## Starting in the top left corner of a $2 \times 2$ grid, and only being able to move to the right and down, there are exactly $6$ routes to the bottom right corner.

How many such routes are there through a $20 \times 20$ grid?

### The number of routes through a square grid is actually a problem of combinatorics, specifically, it can be solved using binomial coefficients, or “combinations,” from probability theory.

This problem boils down to how many ways we can arrange 20 rights (R) and 20 downs (D) in a sequence. This is because from the top left corner to the bottom right of a 20×20 grid, we must move right 20 times and down 20 times — no more, and no less. Therefore, we want all unique sequences of 20 Rs and 20 Ds.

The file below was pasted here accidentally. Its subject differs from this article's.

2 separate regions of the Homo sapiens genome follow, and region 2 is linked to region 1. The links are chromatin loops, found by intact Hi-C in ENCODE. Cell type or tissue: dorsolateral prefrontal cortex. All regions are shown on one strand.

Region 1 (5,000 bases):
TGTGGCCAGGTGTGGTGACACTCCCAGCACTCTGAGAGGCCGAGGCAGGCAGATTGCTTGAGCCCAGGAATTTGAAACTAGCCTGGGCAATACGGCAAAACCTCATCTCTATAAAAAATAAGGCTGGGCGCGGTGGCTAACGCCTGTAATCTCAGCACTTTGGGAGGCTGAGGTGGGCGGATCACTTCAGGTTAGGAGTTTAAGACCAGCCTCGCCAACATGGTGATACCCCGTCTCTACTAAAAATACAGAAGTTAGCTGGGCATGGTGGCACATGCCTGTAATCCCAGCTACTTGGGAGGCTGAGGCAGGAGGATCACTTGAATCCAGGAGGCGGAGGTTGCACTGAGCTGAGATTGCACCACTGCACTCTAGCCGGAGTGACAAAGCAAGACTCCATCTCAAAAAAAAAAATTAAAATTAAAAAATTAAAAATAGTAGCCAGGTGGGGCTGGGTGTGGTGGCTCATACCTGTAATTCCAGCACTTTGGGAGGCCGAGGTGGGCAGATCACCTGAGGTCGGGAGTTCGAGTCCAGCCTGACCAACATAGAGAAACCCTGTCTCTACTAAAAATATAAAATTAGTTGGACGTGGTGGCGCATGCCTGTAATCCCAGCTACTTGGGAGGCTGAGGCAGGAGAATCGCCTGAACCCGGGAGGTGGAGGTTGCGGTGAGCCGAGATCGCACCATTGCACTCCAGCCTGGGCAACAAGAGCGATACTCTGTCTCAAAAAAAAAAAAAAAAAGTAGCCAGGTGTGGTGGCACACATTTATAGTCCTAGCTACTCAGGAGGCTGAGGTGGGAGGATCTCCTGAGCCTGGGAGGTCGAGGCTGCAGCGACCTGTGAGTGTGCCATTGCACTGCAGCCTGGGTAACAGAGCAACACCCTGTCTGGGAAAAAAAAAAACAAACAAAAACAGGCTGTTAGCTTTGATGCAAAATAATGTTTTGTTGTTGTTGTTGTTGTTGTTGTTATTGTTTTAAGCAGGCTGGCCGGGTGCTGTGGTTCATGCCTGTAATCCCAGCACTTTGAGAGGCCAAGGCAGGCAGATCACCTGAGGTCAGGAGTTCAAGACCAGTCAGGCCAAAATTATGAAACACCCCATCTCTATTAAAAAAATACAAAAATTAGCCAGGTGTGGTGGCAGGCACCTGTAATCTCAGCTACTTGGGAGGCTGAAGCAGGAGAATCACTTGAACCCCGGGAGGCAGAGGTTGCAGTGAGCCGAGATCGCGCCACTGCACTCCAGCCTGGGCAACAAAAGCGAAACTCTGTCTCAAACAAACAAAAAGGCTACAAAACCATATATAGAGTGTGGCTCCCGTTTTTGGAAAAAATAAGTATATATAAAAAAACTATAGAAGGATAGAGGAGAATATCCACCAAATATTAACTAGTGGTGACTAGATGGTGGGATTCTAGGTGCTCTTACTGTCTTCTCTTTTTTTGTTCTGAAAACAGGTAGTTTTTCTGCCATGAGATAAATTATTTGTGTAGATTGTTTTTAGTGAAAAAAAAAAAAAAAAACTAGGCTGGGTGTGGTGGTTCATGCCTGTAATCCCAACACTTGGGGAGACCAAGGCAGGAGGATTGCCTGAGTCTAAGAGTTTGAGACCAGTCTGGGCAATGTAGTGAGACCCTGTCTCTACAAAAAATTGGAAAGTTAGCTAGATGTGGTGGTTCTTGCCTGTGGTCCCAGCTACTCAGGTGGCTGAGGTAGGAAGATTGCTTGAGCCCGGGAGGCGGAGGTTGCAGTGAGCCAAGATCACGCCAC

The binomial coefficient, C(n+k-1,k), will provide the solution, where n is the number of rows and k is the number of columns. In the case of a 20×20 grid, n=k=20, so the binomial coefficient simplifies to C(20+20,20), or “40 choose 20.”

This binomial coefficient is calculated as `(40!) / (20! * 20!)`, where “!” denotes factorial, meaning the product of all positive integers up to that number.

So, the solution is:

(40*39*38*…*21) / (20*19*18*…*1)

This equals 137846528820 routes.

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